The SAERA executive would like to invite you to its 10th annual conference hosted by the Faculty of Education, Rhodes University.

Main Conference Dates: 
31 October – 3 November 2023 
ECR Pre-Conference Workshop (Monday 30 October 2023) – Blue Lagoon Hotel, East London
Conference Main Programme (31 October – 3 November) – Premier Regent, East London


Due date for submission of abstracts: 22 June 2023

Due date for registration: 11 September 2023

Due date for payment: 30 September 2023

Submit Abstracts For 2023 SAERA Conference

The conference will be conducted as an in-person, onsite event. The keynote presentations and SIG events will be live-streamed for wider access.  The first 270 delegates who register  will be allowed to attend the conference in-person. Therefore, we urge you to register early if you plan to attend this conference. 

Conference Theme

Education(al) Foundations

Currently there is much emphasis, and rightly so, on the foundations for future learning and life chances, laid in Early Childhood Education and Foundation Phase schooling. Researchers are building knowledge around literacy and numeracy development, the languages of teaching and learning and other aspects of educating young children. Given how disappointing the outcomes of early years education have been in many respects, it is vital that we share our studies and insights, theoretical and empirical advances in this critical arena of education, including improvements in teaching and learning. We look forward to this being a strong strand in the conference.

But the nature of education is such that it is always laying foundations, for application in the world of work, for example, and for further learning, and open-ended futures. Thus foundations of various kinds are being laid in intermediate and senior phase schooling; in vocational education and training; in community, workplace-based and work-integrated learning, and in higher education, in the first year of arriving at university, and as post-graduates lay their particular foundations for educational leadership. What are the break-through insights into how better to build learners’ capacities through programmes across schooling, higher education, vocational training, organisational and wider development contexts? What are the barriers that thwart learners, educators and leaders? And above all, how do we see our practices, challenges and successes, in relation to the future?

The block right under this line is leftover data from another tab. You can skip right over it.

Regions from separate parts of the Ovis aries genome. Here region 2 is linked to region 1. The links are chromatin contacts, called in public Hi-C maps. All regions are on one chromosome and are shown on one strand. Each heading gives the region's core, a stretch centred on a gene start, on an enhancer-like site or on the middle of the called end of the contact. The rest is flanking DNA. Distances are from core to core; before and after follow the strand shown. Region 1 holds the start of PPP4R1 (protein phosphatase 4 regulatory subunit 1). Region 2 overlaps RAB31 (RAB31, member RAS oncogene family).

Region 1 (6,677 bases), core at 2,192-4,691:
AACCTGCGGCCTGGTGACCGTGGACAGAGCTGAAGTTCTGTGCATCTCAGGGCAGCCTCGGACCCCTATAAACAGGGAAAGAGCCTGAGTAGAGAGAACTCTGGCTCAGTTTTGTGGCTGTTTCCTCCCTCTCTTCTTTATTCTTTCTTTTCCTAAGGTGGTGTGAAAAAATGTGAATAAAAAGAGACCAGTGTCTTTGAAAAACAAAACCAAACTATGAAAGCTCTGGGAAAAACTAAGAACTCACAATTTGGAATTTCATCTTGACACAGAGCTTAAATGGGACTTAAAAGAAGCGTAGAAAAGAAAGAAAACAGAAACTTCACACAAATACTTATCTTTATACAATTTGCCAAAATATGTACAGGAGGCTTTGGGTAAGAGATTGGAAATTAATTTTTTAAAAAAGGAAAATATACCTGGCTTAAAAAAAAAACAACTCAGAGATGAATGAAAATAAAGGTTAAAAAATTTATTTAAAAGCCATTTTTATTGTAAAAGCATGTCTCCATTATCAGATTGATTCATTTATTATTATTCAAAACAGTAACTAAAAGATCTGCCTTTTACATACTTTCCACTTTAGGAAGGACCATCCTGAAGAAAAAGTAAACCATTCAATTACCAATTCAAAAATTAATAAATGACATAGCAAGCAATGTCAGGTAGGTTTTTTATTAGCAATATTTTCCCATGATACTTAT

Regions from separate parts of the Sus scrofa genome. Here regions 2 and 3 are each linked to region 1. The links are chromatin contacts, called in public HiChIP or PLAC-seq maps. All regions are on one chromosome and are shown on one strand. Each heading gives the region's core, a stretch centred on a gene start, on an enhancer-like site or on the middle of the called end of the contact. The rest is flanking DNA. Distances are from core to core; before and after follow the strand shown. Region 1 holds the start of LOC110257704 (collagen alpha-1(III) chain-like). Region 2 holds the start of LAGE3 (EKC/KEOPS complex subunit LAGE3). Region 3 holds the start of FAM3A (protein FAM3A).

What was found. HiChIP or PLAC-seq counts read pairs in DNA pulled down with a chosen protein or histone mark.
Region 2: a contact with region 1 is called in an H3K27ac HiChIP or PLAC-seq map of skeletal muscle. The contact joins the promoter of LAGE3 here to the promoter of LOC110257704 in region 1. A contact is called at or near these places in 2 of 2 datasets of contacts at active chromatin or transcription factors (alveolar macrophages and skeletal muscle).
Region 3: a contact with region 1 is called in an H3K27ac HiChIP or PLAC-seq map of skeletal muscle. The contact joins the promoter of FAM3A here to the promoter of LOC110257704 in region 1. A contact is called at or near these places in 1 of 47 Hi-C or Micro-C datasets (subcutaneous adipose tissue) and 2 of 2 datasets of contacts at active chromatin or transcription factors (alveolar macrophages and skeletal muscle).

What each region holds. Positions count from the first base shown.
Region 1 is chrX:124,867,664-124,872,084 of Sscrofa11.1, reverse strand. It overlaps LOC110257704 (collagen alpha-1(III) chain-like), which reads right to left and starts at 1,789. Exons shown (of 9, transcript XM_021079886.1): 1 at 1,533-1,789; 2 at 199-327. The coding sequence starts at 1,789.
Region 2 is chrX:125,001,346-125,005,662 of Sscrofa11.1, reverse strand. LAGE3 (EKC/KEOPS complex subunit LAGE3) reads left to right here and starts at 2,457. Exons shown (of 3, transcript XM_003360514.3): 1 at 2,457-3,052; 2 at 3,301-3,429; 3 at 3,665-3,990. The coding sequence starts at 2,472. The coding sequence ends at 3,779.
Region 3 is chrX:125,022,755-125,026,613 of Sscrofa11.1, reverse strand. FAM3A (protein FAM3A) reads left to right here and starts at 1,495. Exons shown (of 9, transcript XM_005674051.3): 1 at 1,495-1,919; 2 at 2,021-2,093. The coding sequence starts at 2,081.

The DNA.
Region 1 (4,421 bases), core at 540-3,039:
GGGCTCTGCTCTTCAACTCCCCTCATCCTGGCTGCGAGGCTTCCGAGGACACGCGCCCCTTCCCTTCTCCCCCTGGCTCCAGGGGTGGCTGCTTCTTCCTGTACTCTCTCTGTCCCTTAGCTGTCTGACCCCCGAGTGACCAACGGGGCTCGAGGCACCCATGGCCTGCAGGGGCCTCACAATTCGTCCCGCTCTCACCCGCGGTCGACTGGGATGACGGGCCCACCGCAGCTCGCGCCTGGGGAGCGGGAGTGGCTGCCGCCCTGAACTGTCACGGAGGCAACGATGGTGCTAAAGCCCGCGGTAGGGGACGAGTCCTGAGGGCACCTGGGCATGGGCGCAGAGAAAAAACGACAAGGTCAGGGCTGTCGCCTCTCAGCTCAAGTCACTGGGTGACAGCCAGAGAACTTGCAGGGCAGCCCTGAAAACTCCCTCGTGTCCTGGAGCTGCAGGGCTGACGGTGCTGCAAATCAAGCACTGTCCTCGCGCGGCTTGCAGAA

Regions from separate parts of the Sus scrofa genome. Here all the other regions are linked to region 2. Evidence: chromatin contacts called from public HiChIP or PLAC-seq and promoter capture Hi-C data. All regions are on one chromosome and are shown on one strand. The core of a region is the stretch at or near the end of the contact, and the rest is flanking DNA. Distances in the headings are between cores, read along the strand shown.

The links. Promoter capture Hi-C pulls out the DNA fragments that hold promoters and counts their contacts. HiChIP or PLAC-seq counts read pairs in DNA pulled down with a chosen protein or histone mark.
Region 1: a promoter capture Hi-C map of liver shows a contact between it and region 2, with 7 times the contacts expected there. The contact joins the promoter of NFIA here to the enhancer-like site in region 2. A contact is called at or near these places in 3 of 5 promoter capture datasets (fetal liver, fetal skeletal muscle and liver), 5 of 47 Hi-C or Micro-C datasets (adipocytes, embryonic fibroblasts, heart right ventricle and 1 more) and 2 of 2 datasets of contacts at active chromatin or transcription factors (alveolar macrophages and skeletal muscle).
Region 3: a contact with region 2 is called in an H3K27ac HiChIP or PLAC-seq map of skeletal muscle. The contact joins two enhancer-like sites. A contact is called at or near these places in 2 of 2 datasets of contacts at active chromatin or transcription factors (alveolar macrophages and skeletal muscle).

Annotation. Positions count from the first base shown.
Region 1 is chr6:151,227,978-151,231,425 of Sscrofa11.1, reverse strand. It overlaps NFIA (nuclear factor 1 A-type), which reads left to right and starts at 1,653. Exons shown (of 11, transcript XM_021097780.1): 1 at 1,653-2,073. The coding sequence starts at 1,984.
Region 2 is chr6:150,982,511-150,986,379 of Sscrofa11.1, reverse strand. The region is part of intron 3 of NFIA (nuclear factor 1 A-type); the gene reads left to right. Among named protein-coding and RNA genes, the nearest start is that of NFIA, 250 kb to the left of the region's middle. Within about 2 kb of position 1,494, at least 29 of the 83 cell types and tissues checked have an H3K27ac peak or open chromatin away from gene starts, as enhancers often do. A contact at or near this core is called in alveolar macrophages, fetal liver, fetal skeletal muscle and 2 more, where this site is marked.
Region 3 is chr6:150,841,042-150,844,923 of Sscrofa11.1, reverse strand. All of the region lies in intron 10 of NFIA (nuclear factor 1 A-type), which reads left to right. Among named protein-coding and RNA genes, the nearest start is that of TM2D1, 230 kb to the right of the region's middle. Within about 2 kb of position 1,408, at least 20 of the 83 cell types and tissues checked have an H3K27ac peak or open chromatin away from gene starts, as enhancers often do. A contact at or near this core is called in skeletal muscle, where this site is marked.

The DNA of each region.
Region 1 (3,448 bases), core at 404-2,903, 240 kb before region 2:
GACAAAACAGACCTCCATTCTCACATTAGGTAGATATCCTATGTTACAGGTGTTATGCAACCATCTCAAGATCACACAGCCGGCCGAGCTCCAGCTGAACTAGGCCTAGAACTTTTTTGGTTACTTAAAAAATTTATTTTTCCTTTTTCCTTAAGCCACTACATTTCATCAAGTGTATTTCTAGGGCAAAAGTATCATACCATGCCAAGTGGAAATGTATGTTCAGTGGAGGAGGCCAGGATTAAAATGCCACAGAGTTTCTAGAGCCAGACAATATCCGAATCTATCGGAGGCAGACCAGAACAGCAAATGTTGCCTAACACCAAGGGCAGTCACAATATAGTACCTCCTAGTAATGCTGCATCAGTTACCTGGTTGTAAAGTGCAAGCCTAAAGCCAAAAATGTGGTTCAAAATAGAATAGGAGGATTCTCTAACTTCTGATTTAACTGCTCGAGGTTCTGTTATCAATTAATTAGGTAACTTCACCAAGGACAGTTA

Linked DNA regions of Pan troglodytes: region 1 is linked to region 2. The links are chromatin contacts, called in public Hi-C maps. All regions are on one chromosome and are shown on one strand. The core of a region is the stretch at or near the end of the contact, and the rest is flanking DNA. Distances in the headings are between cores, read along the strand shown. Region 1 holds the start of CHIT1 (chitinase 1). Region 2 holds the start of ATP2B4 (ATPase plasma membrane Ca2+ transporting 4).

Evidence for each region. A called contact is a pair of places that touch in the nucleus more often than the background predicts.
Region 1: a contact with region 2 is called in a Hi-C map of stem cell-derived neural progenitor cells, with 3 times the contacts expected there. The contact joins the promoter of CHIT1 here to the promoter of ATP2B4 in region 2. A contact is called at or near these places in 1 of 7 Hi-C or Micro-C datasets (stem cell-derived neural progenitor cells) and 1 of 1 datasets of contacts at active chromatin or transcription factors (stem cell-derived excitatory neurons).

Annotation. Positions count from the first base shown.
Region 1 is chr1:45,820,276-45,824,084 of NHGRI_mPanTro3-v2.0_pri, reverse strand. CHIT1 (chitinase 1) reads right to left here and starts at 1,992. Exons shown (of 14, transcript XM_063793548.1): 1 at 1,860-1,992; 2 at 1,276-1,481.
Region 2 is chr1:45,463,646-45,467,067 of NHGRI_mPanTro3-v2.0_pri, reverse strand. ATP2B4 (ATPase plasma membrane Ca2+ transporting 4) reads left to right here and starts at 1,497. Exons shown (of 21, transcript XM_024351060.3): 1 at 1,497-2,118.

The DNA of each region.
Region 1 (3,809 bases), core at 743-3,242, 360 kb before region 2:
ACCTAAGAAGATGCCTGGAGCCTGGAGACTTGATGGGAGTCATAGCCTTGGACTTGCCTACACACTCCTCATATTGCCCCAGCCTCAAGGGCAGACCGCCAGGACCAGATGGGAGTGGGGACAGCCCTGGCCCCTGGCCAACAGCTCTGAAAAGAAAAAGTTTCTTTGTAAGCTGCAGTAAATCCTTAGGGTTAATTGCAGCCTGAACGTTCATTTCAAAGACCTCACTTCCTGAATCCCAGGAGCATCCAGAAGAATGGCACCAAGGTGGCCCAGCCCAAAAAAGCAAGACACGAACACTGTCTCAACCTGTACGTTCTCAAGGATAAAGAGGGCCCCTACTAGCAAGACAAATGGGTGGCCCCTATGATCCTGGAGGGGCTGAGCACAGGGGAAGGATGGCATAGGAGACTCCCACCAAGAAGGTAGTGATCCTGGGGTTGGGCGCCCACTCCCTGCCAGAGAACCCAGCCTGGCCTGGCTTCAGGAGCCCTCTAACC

Education(al) Futures

Many researchers are giving thought to what the future for which education prepares learners and students may look like. In South Africa the post-apartheid education and training landscape sought to do just that. And, old and current exclusions remain a strong focus of contemporary educational research in search of new futures. This occurs in a context of new technologies including artificial intelligence; climate crises and dwindling natural resources; increased displacements and migrations; economic failures and jobless growth, all of which present some of the likely features of the near future, as they are already part of the present. The Futures of Education Commission (UNESCO, 2021) led by the President of Ethiopia, Her Eminence Sahle-Work Zewde, raises the possibility and potential of Africa’s young people, asking us to radically rethink how we offer education, training and development for regenerative African futures. Their report calls for a new social contract for education, to Re-Imagine the Future Together, to urgently move beyond the confines of the colonial and human capital traditions of education, in search of education(s) that give attention to human well-being and planetary well-being and the connections between these. It is a clarion call for researchers involved in re-imagining (at times with others) not only what educational future(s) might look like, but how such aspirations can be ‘birthed’ through our current praxis and research. 

New technology and online learning, for example, have significant implications for curriculum design, pedagogy, assessment, research and theory building, but as a growing field of research in the region has shown, in themselves they do not guarantee inclusive, or more justly transgressive or transformative futures for Africa’s young people. We have also learned hard lessons of over-idealising educational future(s) in South Africa. Other policy visions such as the African Union’s ‘Vision 2063: The Africa We Want’ have been guiding contextualised engagement with the global Sustainable Development Goals (SDGs) and tools such as the African Framework of Standards and Competencies for Teacher Education (AU 2015), which reframe the meaning(s) of what quality education for all might look like, and invite re-imagining how to provide it. Are we engaged with such future(s) visioning, and with what implications for policy, pedagogy, curriculum and assessment? And, what can we learn from comparative studies with the rest of Africa, and beyond?